There is a widespread tendency to classify clinical, practical, social change studies as applied and therefore atheoretical work, in contrast to "research" which is meant to develop and test concepts, hypotheses, and theories. I believe that this view is incorrect. The significance of the development of a clinical sociology will lie, as does all clinical research, in its conjoined contribution to theory and practice - to theory developed in practice and toughened by use, and to practice informed by theory. In this article I propose to describe one experience in clinical sociology which may demonstrate this interaction.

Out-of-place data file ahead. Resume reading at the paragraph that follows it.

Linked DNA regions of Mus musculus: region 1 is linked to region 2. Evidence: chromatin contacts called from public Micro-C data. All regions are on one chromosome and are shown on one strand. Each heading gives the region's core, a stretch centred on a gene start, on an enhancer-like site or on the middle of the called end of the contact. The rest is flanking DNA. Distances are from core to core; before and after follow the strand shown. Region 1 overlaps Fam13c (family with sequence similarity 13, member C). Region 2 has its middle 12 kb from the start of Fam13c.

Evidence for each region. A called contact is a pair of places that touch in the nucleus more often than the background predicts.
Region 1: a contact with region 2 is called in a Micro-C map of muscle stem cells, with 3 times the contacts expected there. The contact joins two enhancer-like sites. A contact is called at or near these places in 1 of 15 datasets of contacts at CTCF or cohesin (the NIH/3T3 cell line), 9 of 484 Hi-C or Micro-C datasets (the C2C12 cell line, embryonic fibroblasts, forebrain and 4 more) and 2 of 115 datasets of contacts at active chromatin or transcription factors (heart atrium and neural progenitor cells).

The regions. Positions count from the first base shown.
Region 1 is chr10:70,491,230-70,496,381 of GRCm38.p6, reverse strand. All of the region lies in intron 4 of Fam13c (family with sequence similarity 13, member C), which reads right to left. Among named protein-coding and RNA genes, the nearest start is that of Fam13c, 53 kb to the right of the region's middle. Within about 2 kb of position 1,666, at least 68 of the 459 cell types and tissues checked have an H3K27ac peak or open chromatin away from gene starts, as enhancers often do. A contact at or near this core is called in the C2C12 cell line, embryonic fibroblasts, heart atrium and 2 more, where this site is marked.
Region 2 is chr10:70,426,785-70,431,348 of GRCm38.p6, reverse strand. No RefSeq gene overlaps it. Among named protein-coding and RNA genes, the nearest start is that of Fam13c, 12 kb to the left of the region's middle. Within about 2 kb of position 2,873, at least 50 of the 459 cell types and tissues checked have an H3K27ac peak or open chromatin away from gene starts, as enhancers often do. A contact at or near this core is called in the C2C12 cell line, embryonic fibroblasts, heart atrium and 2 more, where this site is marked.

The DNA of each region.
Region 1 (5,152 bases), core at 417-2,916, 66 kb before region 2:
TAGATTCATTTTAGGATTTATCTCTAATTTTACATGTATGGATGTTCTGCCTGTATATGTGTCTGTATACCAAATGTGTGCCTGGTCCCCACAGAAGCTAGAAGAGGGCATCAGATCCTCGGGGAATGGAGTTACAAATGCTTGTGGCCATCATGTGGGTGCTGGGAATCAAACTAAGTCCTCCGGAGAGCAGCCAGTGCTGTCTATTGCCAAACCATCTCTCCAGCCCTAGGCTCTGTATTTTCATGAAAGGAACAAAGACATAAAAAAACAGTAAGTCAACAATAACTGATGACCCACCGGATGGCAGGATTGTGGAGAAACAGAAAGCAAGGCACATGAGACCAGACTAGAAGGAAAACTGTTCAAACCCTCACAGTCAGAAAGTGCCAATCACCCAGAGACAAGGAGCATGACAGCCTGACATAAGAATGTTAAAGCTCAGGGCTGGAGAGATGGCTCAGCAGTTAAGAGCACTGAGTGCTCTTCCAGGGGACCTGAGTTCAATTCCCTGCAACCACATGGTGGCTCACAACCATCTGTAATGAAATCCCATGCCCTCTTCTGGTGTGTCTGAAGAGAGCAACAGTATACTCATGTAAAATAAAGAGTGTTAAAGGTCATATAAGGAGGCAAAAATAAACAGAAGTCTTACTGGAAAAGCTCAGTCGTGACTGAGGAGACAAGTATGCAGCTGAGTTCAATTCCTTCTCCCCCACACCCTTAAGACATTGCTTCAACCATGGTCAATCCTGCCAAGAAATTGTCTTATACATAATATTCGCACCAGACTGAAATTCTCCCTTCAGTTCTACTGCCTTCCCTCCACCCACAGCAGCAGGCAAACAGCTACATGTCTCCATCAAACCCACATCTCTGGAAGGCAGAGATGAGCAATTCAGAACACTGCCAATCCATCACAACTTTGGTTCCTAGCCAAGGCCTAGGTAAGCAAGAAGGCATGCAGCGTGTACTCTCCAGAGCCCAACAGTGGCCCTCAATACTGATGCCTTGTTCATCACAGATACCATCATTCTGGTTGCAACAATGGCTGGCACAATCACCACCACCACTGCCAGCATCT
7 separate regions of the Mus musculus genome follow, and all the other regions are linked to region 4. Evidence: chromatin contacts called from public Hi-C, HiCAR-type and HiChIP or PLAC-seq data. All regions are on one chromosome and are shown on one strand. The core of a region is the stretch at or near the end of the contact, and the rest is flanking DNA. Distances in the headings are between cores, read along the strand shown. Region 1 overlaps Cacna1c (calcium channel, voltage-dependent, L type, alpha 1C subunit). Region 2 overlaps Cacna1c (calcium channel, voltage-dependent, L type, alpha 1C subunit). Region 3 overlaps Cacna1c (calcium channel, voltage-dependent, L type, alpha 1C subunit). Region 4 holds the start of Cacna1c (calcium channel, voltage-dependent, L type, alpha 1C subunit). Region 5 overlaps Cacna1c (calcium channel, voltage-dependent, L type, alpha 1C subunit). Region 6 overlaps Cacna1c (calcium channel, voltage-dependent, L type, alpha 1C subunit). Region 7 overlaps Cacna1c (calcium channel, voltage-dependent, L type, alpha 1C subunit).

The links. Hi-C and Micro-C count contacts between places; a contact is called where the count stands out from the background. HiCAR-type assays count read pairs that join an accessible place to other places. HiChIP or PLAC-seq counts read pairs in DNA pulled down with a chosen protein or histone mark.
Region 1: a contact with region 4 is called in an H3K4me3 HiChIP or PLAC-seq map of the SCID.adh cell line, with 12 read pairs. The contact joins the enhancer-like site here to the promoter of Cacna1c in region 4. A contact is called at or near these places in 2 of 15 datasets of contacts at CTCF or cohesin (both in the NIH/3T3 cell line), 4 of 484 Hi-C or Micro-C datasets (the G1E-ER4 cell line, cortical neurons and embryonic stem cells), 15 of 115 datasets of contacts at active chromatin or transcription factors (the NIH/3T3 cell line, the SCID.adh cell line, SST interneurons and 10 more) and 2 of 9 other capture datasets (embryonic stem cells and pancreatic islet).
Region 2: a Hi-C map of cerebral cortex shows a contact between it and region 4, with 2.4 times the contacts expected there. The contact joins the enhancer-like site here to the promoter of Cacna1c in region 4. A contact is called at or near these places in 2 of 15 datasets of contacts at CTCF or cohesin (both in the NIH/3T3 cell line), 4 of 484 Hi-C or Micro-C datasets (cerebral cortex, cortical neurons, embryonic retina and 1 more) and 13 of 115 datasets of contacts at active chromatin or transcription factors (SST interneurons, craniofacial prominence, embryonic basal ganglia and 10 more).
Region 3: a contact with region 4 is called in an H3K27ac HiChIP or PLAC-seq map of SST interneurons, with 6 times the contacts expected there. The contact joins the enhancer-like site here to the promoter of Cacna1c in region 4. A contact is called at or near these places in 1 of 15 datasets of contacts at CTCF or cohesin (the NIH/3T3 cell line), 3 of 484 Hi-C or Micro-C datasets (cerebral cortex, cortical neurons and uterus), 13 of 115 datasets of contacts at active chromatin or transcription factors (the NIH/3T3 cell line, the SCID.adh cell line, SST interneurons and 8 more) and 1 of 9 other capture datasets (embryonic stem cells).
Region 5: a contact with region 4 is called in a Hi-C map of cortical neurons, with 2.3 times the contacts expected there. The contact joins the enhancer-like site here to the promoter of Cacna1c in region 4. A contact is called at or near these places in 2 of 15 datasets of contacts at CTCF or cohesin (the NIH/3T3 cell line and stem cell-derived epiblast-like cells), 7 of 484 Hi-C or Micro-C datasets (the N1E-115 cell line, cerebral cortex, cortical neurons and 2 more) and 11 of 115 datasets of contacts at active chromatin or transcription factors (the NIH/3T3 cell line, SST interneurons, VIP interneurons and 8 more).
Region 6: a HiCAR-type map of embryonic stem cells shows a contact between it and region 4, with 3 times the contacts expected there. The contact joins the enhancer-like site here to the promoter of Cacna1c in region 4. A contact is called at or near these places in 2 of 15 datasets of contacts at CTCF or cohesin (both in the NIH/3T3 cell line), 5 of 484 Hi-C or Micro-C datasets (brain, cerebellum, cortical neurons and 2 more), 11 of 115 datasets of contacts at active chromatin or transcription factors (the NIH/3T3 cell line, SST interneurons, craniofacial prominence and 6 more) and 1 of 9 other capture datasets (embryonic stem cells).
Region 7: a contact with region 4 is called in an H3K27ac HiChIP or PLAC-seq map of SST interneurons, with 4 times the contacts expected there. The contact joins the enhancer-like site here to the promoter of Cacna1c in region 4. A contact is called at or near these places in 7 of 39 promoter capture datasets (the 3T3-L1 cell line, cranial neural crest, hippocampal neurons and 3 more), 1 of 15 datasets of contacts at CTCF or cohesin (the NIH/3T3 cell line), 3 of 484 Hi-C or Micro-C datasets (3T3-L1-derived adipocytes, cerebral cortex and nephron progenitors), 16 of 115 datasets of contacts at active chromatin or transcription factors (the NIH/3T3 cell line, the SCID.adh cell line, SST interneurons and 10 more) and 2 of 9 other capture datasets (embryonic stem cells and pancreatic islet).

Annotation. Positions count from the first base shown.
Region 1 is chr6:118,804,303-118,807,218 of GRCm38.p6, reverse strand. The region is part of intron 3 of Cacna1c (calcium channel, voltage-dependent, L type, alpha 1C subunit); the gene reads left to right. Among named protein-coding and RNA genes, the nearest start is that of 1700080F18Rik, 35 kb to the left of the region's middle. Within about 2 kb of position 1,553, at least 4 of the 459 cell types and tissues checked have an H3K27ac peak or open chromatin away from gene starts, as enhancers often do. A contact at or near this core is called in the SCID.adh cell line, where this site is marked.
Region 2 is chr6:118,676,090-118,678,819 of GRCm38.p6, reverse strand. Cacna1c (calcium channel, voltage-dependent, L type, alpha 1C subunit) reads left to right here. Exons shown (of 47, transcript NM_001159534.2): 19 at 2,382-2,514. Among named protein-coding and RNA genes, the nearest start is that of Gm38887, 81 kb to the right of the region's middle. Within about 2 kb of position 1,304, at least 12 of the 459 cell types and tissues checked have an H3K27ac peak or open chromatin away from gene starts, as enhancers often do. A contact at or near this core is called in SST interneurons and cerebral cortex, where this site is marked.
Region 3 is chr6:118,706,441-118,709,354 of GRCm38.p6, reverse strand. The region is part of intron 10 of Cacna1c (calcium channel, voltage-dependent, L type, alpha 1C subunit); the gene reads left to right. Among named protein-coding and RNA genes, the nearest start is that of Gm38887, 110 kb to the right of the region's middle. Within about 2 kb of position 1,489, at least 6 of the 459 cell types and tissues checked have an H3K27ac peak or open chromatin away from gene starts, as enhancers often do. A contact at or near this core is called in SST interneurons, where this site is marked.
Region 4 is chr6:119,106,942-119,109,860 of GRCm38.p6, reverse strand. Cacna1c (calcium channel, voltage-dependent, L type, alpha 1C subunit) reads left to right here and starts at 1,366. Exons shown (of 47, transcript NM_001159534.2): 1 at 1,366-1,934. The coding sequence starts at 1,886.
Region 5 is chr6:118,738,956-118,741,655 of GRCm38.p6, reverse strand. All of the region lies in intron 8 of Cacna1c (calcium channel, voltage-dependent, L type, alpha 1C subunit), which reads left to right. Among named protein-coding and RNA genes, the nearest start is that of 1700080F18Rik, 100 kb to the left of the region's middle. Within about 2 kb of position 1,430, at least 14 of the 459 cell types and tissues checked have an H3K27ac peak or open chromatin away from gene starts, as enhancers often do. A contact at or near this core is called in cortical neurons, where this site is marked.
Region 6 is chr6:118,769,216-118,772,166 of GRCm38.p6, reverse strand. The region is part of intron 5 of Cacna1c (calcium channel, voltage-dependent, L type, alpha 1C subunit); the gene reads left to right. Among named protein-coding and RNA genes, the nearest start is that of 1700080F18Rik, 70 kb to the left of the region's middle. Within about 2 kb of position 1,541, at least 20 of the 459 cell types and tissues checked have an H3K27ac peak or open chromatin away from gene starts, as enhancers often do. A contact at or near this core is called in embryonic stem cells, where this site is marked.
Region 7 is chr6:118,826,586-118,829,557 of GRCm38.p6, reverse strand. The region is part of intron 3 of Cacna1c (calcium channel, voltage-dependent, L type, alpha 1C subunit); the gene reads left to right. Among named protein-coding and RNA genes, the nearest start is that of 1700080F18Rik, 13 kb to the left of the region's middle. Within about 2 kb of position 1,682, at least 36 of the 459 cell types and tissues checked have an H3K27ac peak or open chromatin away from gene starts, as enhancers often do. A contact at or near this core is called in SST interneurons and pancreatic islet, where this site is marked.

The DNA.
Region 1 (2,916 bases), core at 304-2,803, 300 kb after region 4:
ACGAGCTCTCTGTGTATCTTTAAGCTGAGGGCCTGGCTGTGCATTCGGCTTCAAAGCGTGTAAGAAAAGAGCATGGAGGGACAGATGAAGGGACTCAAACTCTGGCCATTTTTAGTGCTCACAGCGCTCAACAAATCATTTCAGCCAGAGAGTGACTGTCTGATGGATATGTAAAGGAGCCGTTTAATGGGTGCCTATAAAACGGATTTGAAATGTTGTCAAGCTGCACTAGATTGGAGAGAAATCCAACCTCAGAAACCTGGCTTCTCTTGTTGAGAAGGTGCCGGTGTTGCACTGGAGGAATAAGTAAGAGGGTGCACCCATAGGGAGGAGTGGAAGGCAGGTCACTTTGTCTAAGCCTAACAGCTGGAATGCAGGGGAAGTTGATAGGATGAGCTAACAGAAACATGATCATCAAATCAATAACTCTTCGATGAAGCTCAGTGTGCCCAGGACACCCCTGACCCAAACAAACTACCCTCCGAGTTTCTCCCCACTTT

"The Method of Social Analysis in Social Change and Social Research,"
Clinical Sociology Review: Vol. 1
, Article 7.
Available at: http://digitalcommons.wayne.edu/csr/vol1/iss1/7